In the U.S., what does it precisely mean that federal courts have limited jurisdiction? I ask because I'm unsure that they cannot hears cases in which the president or the Congress are involved.
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The term "jurisdiction" means "the power to make official legal decisions and judgements". When a court has limited jurisdiction, that court can only hear certain types of cases. For example, a bankruptcy court can normally only hear bankruptcy cases, and thus has limited jurisdiction.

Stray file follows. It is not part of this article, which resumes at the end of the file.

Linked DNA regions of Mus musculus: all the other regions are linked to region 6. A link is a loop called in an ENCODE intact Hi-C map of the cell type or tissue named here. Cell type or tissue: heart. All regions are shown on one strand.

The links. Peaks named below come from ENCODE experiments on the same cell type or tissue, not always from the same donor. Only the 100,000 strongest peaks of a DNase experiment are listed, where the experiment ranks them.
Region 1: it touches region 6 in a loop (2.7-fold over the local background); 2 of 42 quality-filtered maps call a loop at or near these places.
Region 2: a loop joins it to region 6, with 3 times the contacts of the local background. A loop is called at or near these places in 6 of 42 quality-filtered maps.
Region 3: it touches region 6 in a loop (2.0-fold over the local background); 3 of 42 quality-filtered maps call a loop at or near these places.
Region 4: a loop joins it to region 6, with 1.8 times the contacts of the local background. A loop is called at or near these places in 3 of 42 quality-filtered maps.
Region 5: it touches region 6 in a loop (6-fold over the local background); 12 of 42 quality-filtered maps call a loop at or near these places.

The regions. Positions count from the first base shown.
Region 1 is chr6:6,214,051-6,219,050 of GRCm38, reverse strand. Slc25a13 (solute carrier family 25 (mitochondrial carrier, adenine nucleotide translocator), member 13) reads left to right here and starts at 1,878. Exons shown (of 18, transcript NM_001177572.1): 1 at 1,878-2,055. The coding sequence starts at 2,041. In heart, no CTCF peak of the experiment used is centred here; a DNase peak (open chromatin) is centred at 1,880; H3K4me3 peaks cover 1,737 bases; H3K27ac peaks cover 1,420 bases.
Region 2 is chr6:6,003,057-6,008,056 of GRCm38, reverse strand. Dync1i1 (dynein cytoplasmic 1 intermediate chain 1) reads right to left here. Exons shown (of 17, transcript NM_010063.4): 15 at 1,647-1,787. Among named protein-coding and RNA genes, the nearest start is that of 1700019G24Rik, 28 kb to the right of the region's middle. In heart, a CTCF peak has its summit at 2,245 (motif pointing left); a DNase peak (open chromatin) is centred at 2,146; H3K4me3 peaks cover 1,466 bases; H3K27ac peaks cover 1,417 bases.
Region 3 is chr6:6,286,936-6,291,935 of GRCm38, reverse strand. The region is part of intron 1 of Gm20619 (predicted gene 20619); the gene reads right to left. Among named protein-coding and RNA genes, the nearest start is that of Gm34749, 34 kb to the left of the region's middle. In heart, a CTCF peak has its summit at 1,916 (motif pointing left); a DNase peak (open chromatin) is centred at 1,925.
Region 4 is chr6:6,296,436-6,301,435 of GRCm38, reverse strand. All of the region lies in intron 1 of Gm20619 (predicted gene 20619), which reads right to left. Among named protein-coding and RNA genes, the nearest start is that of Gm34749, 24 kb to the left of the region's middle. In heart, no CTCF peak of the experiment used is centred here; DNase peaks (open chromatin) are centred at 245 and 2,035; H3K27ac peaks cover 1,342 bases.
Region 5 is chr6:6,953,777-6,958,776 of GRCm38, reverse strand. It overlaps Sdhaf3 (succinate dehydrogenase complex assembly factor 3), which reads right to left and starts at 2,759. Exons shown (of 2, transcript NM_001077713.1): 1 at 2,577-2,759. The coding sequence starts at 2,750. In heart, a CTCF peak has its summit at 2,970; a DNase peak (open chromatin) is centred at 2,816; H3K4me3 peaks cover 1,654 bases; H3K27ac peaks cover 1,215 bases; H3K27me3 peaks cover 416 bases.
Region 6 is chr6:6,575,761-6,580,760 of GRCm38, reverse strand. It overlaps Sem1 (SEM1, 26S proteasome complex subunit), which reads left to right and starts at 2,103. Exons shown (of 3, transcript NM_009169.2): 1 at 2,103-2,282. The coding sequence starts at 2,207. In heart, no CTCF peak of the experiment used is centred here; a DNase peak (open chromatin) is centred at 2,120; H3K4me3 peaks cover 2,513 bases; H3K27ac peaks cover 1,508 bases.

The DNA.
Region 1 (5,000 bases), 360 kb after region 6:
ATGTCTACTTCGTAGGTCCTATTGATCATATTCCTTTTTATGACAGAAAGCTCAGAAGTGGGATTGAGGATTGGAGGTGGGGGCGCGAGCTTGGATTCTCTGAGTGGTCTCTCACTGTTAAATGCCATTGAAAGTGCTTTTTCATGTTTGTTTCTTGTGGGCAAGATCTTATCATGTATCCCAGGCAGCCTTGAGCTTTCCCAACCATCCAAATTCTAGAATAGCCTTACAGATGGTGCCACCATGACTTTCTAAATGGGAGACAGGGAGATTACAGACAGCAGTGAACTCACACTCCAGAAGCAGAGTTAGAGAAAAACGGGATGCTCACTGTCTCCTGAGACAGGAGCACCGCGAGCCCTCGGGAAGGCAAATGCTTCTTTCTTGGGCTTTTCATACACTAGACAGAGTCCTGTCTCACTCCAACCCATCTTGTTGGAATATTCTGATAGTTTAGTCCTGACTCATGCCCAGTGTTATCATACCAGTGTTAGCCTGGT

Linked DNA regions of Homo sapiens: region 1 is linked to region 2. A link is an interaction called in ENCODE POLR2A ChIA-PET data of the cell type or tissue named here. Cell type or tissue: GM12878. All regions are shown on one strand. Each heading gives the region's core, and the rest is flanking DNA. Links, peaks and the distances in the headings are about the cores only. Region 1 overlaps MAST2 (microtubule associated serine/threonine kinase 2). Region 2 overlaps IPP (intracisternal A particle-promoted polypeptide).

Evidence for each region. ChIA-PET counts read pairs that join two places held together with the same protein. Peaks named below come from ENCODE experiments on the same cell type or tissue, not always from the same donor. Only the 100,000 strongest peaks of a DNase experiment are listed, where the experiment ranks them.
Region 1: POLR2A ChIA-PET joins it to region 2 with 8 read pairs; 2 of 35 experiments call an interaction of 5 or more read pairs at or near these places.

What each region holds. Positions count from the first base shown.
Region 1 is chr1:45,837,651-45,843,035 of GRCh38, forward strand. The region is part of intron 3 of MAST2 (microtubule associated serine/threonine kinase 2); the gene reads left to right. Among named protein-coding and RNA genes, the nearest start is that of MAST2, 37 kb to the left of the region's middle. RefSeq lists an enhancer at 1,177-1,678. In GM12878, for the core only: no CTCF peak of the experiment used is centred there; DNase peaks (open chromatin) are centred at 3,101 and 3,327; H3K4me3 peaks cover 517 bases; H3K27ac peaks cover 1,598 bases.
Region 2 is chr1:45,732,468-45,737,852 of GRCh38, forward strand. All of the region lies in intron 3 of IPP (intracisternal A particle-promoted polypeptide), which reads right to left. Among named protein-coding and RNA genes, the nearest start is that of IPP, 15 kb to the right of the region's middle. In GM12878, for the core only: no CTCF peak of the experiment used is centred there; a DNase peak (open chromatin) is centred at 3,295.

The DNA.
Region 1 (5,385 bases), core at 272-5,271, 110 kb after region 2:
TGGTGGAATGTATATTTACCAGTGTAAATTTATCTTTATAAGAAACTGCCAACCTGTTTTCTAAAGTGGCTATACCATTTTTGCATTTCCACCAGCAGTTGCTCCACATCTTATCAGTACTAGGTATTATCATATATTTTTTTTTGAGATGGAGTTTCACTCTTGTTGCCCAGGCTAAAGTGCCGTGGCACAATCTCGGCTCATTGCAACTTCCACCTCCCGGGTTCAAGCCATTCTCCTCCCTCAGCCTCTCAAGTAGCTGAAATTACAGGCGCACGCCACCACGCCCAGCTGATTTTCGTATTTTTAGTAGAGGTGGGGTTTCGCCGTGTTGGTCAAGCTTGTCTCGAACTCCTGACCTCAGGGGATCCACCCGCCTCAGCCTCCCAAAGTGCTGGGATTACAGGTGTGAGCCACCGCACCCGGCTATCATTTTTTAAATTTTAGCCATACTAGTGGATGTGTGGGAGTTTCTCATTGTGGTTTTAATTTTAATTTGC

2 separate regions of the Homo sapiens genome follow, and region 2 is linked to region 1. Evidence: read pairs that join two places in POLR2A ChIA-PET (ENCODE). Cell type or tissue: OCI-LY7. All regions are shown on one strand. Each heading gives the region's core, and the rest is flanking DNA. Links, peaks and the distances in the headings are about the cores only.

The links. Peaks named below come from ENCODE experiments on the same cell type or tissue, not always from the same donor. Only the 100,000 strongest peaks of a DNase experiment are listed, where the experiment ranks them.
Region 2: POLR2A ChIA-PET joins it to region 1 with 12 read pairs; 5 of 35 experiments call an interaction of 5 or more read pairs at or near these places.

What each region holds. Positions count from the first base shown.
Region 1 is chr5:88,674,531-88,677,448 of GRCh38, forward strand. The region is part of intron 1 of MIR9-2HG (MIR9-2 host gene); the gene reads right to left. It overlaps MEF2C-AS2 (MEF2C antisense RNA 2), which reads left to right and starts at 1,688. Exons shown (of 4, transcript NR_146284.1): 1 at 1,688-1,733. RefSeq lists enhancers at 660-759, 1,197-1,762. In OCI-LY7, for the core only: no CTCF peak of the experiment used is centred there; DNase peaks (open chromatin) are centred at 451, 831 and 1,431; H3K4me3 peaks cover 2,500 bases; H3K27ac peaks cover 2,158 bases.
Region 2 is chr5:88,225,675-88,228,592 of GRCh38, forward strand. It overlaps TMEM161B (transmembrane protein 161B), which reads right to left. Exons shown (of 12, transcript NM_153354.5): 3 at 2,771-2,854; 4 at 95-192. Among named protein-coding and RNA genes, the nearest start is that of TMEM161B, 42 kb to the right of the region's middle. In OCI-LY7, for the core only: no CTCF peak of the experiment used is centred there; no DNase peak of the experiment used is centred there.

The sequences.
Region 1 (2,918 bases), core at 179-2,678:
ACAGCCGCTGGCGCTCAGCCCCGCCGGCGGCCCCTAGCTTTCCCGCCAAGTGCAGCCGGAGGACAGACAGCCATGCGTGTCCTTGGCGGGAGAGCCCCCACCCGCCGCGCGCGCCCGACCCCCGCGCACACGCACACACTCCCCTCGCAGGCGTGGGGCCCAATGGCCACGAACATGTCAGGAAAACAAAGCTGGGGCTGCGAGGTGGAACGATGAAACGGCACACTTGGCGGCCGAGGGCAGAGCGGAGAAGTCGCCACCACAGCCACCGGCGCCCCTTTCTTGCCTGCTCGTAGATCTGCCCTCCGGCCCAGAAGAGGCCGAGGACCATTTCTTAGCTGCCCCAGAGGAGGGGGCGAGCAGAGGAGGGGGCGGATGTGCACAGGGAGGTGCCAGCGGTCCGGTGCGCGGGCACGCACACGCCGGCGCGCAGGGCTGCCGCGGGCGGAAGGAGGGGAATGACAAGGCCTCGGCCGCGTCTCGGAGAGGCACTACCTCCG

Federal courts have limited jurisdiction in that only certain types of cases can be heard in them:
To determine whether a case can be heard or not (assuming an actual case has been initiated by some party), the following must apply:
There is a very readable article on the US Courts website covering more details about jurisdiction (and was the source for my lists above).